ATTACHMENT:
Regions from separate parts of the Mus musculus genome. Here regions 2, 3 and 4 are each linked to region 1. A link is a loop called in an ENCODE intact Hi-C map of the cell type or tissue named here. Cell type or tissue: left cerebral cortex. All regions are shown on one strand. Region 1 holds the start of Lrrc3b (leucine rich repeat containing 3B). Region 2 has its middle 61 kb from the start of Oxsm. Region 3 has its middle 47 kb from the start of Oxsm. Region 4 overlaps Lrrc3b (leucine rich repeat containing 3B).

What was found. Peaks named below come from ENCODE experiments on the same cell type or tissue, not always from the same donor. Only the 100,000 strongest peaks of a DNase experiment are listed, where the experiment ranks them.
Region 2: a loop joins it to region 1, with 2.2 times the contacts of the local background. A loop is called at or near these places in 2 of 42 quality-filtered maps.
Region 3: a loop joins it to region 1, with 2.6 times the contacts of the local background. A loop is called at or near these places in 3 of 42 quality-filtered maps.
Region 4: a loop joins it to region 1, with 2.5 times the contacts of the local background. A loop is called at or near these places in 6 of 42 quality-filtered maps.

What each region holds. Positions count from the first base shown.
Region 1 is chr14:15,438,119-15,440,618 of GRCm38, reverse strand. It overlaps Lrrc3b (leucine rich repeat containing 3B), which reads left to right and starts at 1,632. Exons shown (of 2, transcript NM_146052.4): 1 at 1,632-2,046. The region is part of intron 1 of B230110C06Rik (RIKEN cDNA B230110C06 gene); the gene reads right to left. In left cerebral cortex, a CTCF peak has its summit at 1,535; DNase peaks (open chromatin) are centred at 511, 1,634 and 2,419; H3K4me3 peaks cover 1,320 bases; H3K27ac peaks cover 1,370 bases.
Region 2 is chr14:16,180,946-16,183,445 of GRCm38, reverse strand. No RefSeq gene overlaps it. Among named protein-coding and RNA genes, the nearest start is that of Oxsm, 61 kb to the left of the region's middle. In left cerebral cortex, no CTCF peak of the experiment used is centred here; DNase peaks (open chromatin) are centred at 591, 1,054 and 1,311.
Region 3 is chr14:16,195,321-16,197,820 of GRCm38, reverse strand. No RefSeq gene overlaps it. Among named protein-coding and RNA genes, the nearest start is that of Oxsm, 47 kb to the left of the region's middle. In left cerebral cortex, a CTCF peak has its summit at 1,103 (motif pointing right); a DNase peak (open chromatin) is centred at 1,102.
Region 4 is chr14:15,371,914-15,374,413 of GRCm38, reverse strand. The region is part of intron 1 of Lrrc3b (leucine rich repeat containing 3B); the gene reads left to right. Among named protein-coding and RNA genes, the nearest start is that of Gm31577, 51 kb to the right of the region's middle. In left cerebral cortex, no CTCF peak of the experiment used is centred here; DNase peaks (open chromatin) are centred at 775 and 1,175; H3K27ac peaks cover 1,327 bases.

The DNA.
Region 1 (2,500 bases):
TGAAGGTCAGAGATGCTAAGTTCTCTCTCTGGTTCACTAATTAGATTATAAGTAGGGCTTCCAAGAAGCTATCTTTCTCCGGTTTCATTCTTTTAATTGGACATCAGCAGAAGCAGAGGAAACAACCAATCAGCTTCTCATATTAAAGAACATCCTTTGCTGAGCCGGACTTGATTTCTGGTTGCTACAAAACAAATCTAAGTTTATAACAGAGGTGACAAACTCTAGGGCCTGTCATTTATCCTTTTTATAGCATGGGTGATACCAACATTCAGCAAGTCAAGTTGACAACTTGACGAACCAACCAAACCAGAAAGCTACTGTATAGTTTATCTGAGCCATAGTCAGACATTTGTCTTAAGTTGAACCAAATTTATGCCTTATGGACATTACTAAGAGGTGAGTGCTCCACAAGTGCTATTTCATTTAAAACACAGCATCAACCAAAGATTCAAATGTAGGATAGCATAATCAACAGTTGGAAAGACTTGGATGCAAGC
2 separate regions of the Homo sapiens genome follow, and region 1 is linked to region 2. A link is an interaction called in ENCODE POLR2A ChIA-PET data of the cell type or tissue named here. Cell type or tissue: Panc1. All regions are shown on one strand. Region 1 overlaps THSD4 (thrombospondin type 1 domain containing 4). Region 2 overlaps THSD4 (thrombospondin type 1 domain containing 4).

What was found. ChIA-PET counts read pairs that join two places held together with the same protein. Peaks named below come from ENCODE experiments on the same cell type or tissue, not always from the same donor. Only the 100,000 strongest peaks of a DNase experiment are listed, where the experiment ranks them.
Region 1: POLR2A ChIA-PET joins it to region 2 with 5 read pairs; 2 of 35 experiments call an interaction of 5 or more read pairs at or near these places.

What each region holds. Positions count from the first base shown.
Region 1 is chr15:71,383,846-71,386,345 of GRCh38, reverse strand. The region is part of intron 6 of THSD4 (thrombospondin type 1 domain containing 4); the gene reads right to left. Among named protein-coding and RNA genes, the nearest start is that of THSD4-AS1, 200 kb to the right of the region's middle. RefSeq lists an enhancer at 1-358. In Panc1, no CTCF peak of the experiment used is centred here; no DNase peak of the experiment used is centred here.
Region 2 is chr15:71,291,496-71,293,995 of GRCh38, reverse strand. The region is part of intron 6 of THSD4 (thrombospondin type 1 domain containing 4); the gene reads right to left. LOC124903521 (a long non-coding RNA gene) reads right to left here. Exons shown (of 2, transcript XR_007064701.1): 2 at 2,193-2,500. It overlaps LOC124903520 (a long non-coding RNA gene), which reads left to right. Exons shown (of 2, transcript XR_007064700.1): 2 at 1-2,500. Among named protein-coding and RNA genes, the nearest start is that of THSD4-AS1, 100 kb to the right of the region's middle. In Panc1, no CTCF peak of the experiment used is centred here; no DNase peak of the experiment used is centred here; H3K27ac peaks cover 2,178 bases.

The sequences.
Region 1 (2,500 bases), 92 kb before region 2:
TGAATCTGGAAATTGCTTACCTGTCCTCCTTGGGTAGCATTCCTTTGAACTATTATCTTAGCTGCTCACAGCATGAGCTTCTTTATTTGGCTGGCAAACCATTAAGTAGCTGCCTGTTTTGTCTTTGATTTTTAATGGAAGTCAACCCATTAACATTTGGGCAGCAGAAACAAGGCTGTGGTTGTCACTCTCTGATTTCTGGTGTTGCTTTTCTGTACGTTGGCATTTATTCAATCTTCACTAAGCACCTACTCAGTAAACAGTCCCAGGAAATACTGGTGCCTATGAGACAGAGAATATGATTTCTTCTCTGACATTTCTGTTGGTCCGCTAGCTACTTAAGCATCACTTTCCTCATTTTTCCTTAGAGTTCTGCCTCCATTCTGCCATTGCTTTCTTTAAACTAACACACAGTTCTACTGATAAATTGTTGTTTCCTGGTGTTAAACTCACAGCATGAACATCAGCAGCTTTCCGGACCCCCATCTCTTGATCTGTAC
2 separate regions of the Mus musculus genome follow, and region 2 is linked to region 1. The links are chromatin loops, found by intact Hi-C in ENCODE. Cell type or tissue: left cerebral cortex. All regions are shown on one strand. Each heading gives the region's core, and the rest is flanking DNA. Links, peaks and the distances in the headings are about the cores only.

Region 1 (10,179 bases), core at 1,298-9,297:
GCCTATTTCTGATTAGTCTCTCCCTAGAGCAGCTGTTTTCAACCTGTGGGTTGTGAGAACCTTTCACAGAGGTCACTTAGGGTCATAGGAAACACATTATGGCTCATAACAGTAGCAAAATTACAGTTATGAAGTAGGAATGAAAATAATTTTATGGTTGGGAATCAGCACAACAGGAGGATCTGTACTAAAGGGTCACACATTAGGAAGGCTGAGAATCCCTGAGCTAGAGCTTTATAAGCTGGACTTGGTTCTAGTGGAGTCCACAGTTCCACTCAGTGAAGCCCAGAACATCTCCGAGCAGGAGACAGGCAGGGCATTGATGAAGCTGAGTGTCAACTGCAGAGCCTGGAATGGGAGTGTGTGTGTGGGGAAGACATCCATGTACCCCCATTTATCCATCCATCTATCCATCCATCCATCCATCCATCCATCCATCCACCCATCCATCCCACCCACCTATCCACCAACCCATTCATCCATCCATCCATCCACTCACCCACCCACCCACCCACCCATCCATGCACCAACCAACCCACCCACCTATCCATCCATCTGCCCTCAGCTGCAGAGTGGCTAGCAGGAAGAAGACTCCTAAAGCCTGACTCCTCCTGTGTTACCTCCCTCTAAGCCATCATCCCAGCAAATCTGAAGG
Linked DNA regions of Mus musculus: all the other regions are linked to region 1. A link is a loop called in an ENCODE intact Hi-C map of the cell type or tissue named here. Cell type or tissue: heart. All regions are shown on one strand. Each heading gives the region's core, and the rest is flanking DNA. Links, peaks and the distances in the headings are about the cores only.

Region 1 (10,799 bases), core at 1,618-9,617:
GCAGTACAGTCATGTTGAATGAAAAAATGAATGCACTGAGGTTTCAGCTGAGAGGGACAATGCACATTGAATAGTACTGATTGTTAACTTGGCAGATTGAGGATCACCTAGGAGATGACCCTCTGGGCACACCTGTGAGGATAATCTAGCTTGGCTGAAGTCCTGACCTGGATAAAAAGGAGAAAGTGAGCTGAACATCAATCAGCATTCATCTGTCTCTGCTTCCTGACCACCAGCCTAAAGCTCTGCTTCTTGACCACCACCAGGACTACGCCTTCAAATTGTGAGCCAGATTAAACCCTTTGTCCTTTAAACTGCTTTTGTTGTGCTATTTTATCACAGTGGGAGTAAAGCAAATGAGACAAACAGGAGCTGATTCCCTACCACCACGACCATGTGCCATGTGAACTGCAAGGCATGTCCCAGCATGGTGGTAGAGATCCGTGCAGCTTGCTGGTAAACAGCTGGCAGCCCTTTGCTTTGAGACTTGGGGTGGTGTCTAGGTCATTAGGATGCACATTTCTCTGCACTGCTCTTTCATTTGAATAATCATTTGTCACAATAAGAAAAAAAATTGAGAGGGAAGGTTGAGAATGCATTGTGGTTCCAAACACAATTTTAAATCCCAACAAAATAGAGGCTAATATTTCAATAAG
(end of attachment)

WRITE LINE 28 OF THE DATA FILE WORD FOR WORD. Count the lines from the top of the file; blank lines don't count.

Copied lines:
GCAGTACAGTCATGTTGAATGAAAAAATGAATGCACTGAGGTTTCAGCTGAGAGGGACAATGCACATTGAATAGTACTGATTGTTAACTTGGCAGATTGAGGATCACCTAGGAGATGACCCTCTGGGCACACCTGTGAGGATAATCTAGCTTGGCTGAAGTCCTGACCTGGATAAAAAGGAGAAAGTGAGCTGAACATCAATCAGCATTCATCTGTCTCTGCTTCCTGACCACCAGCCTAAAGCTCTGCTTCTTGACCACCACCAGGACTACGCCTTCAAATTGTGAGCCAGATTAAACCCTTTGTCCTTTAAACTGCTTTTGTTGTGCTATTTTATCACAGTGGGAGTAAAGCAAATGAGACAAACAGGAGCTGATTCCCTACCACCACGACCATGTGCCATGTGAACTGCAAGGCATGTCCCAGCATGGTGGTAGAGATCCGTGCAGCTTGCTGGTAAACAGCTGGCAGCCCTTTGCTTTGAGACTTGGGGTGGTGTCTAGGTCATTAGGATGCACATTTCTCTGCACTGCTCTTTCATTTGAATAATCATTTGTCACAATAAGAAAAAAAATTGAGAGGGAAGGTTGAGAATGCATTGTGGTTCCAAACACAATTTTAAATCCCAACAAAATAGAGGCTAATATTTCAATAAG